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Family-Fun Activities in San Luis Obispo Area:

Pismo Beach:

Dinosaur Caves Park: This is a truly memorable park situated on one of Pismo’s ocean-front bluffs. If you are staying at The Cliffs Resort, this park is within walking distance, but the picturesque Cliffside walkway that wraps around the resort does not run continuously to this park. So, if you do walk, part of the walk will be on Shell Beach Road, adjacent to Highway 101, but this is a great opportunity to view some of the local shops and restaurants of Pismo and Shell Beach.

Dinosaur Caves Park is an 11-acre park overlooking the Pacific with dolphin, dinosaur, and dinosaur egg structures for the kids to climb on as you enjoy the view. The stunning cliff-top view of the ocean and the pathways that lead along the edge of the cliff make this an ideal spot for kids and adults. I would be there almost daily if I were a local!

Downtown San Luis Obispo:

SLO, the village: Although some of the big chain names have wedged their way into the shady streets of San Luis Obispo, I would still consider this one of the most charming California towns that still retains its small town feel . It is the stomping grounds to the students of Cal Poly San Luis Obispo, and many people (young and old) travel on bikes here. Both Oprah and USA Today consider San Luis Obispo one of the happiest towns in California. Within the town, shopping is a primary activity for most visitors. Within the last decade, new developments and chain stores and restaurants have been introduced here, whereas I remember visiting as a student in the 1980’s, and virtually all of the businesses in the town were unique mom and pop shops. So if you or your kids love Apple, Barnes and Noble, Starbuck’s, yes, you can now find them within the tree-lined streets of downtown SLO.

Bubblegum Alley:This interesting 15-foot alley, set between two businesses in downtown San Luis Obispo on Higuera Street, might seem like a germ horror for a mom, but if you tell the kiddos not to touch the gum and just look at the pretty colors, they will think that it—and you—are pretty cool! Many of the downtown shops sell gumballs so that kids can chew and then add to the collection on the wall.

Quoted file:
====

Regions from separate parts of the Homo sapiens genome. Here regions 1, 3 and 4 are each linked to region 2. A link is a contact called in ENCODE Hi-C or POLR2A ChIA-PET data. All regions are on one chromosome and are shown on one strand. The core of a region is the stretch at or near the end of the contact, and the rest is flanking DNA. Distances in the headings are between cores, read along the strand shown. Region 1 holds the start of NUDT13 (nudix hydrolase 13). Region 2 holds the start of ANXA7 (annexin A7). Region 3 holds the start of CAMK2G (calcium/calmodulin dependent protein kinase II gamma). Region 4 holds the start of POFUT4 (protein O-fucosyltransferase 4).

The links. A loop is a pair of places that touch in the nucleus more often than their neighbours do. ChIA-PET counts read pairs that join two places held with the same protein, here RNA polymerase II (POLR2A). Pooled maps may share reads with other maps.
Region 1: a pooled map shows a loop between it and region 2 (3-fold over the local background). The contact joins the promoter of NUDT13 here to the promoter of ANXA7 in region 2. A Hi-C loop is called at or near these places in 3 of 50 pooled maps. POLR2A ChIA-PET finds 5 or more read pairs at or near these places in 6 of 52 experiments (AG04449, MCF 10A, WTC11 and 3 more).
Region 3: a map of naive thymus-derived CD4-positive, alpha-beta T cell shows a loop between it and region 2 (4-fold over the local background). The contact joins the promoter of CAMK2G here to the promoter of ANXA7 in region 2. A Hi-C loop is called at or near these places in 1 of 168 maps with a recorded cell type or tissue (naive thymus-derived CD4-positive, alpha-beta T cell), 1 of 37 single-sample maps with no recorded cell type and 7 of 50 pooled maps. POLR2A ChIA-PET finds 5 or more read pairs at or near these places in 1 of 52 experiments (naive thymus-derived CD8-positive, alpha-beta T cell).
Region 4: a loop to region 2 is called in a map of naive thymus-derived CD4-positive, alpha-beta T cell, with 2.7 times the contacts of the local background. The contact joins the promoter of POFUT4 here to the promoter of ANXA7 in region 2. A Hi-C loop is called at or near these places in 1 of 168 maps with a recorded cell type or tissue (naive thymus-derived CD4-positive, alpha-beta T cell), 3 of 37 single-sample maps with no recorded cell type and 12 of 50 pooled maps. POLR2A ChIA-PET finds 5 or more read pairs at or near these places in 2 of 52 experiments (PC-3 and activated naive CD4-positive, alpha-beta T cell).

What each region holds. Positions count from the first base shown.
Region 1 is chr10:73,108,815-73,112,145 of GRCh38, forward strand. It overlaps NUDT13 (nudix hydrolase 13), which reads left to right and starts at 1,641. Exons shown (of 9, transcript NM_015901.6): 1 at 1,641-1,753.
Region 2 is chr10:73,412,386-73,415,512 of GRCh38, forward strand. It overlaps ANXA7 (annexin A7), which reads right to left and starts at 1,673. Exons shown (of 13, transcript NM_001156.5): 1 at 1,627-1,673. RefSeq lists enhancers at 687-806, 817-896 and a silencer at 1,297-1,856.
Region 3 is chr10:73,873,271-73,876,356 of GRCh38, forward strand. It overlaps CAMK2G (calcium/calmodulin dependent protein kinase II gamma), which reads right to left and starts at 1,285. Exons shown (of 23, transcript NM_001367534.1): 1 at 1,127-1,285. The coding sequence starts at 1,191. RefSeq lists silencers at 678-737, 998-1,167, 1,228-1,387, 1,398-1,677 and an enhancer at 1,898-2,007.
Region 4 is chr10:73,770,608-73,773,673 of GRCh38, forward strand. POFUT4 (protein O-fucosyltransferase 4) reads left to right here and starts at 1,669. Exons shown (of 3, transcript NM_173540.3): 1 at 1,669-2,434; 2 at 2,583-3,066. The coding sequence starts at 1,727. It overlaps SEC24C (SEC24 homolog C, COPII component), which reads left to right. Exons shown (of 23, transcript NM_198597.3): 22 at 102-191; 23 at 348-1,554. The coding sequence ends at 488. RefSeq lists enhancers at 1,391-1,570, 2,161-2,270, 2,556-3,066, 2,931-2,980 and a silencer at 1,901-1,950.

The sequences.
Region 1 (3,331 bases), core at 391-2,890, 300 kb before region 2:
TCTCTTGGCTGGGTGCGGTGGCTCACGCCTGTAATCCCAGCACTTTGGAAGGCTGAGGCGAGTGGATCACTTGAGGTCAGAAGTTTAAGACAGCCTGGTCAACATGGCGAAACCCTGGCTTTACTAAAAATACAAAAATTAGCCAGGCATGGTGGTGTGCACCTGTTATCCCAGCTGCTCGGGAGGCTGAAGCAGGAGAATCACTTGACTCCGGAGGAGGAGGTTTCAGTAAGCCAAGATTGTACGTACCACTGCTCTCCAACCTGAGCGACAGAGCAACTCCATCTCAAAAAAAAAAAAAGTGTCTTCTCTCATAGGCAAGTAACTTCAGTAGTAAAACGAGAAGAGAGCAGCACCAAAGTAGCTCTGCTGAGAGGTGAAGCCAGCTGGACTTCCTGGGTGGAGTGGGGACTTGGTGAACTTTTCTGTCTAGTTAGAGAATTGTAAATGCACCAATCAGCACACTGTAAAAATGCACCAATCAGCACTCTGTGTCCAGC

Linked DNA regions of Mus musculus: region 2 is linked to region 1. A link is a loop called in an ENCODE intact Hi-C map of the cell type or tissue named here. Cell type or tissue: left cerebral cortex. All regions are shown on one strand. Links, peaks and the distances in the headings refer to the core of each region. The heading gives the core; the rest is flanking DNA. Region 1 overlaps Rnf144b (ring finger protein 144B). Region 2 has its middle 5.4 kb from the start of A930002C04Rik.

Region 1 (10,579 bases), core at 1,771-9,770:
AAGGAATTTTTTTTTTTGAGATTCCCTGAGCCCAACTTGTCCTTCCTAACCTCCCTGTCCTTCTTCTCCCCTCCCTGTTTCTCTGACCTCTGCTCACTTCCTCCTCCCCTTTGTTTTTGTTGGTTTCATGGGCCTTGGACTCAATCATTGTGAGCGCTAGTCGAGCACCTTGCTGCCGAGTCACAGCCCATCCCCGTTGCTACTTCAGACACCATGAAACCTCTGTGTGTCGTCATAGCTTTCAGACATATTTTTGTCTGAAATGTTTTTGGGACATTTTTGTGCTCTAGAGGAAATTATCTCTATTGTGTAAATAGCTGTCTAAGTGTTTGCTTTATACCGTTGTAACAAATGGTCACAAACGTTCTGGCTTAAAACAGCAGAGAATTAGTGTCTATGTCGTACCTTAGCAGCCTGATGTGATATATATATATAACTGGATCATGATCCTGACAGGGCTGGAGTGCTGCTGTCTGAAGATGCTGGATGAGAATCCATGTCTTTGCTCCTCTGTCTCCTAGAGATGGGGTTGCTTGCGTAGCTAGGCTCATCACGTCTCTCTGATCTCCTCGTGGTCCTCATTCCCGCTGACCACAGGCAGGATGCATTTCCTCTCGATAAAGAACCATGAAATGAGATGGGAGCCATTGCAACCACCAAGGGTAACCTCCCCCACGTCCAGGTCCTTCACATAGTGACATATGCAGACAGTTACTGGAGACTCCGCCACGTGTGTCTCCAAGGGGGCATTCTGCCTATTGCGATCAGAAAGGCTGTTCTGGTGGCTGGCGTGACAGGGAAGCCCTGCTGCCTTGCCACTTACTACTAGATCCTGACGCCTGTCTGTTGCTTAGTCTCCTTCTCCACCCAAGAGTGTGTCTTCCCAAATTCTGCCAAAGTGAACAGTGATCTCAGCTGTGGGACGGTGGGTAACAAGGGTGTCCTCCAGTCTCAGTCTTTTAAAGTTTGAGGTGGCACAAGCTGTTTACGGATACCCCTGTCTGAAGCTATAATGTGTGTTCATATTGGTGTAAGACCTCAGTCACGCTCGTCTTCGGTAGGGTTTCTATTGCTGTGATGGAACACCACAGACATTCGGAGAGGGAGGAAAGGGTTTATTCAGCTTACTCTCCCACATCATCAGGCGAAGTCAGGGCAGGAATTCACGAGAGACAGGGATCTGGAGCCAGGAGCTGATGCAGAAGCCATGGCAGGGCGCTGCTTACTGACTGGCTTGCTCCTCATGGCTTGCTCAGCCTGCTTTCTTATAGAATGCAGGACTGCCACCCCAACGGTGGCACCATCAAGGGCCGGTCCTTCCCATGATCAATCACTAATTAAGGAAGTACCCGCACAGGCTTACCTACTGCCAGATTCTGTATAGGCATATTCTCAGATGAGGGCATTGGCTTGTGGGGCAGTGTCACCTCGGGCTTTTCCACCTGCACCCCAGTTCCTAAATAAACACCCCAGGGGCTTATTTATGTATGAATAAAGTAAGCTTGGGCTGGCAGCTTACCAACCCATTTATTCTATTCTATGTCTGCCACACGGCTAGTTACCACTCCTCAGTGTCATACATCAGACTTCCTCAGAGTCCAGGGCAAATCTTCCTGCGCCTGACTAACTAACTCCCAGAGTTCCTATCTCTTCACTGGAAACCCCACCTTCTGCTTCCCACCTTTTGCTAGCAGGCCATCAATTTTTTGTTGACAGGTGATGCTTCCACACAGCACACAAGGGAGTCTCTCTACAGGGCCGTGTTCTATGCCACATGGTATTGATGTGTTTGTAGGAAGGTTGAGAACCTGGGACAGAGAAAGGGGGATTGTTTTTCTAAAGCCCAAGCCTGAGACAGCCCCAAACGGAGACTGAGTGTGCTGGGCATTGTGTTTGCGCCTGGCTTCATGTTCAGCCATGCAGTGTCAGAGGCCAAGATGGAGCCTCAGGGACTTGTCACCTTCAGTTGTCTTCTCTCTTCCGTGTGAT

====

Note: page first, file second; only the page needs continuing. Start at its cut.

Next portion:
San Luis Creek, downtown: This creek runs the length of San Luis Obispo, but most people interact and play along the creek between Chorro and Nopomo Street, near the distinctive Mission. When the Mission was first being built, it was found that the Chumash Indians relied on this creek for water and food. From the Mission Plaza, a pathway leads down to the creek and you will then see that there are several bridges that span the creek. There are still plenty of ducks and even some trout in the creek. This is a very fun place for kids to climb across the rocks, and if you bring some food (bread or cereal), to feed the ducks. There are some lovely restaurants that span the creek where you can eat and enjoy the peaceful view.

The Mission: San Luis Obispo de Tolosa: In 1772, Father Junipero Serra founded this Mission right near the banks of the San Luis Creek. Today the Mission still holds regular services and is situated in the heart of the downtown area called Mission Plaza. This Mission has a gift store, a garden, and a beautiful interior and exterior. The property comprises a two block area with outdoor seating areas and pathways between the Mission and the stores and restaurants on the opposite side of the street. This mission is, in my view, the centerpiece of the downtown area.


Cambria is a unique and artsy seaside village that was quite festive during the month of December, during our stay, lit up with holiday lights which are just one of the features of their “Holidays in the Pines” celebration. There are truly no Starbucks nor other big name stores in this delightful town—just unique boutiques, interesting stores, and art galleries. The west village is modeled in Tudor style Old English village style. This is a very pet-friendly village and my kids loved seeing the resident cat with its own little area with a blanket set out for it on Main Street.

Hearst Castle/San Simeon:

See my review of the amazing historical Hearst Castle


Heading south on the 101 towards Santa Barbara, you will find the little Danish town of Solvang. As a Santa Barbara college student, I had my share of visits to Solvang. Settled by Danish pioneers between 1850 and 1930, it is now a tourist destination with Danish styled architecture, namely windmills.